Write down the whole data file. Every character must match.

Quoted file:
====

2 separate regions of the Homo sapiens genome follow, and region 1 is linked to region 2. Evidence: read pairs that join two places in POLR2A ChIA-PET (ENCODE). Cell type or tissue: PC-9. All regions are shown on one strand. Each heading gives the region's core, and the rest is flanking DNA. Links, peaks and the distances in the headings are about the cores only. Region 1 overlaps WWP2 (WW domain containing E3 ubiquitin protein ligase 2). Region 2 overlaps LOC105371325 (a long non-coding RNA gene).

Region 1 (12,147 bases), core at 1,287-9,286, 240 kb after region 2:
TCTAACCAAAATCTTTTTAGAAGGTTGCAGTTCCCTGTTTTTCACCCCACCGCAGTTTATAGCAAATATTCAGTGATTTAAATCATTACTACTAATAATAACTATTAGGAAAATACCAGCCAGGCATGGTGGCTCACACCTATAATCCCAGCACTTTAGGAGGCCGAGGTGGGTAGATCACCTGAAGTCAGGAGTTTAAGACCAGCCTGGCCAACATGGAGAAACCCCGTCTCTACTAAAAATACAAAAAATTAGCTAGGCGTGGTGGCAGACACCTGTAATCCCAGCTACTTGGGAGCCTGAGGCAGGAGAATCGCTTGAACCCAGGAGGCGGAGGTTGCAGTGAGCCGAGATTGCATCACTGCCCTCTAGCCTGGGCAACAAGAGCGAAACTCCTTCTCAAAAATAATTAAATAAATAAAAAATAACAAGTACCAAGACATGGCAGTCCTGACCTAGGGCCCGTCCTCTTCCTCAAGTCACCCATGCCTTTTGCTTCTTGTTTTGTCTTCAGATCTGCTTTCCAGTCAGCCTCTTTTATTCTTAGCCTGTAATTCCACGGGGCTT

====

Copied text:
2 separate regions of the Homo sapiens genome follow, and region 1 is linked to region 2. Evidence: read pairs that join two places in POLR2A ChIA-PET (ENCODE). Cell type or tissue: PC-9. All regions are shown on one strand. Each heading gives the region's core, and the rest is flanking DNA. Links, peaks and the distances in the headings are about the cores only. Region 1 overlaps WWP2 (WW domain containing E3 ubiquitin protein ligase 2). Region 2 overlaps LOC105371325 (a long non-coding RNA gene).

Region 1 (12,147 bases), core at 1,287-9,286, 240 kb after region 2:
TCTAACCAAAATCTTTTTAGAAGGTTGCAGTTCCCTGTTTTTCACCCCACCGCAGTTTATAGCAAATATTCAGTGATTTAAATCATTACTACTAATAATAACTATTAGGAAAATACCAGCCAGGCATGGTGGCTCACACCTATAATCCCAGCACTTTAGGAGGCCGAGGTGGGTAGATCACCTGAAGTCAGGAGTTTAAGACCAGCCTGGCCAACATGGAGAAACCCCGTCTCTACTAAAAATACAAAAAATTAGCTAGGCGTGGTGGCAGACACCTGTAATCCCAGCTACTTGGGAGCCTGAGGCAGGAGAATCGCTTGAACCCAGGAGGCGGAGGTTGCAGTGAGCCGAGATTGCATCACTGCCCTCTAGCCTGGGCAACAAGAGCGAAACTCCTTCTCAAAAATAATTAAATAAATAAAAAATAACAAGTACCAAGACATGGCAGTCCTGACCTAGGGCCCGTCCTCTTCCTCAAGTCACCCATGCCTTTTGCTTCTTGTTTTGTCTTCAGATCTGCTTTCCAGTCAGCCTCTTTTATTCTTAGCCTGTAATTCCACGGGGCTT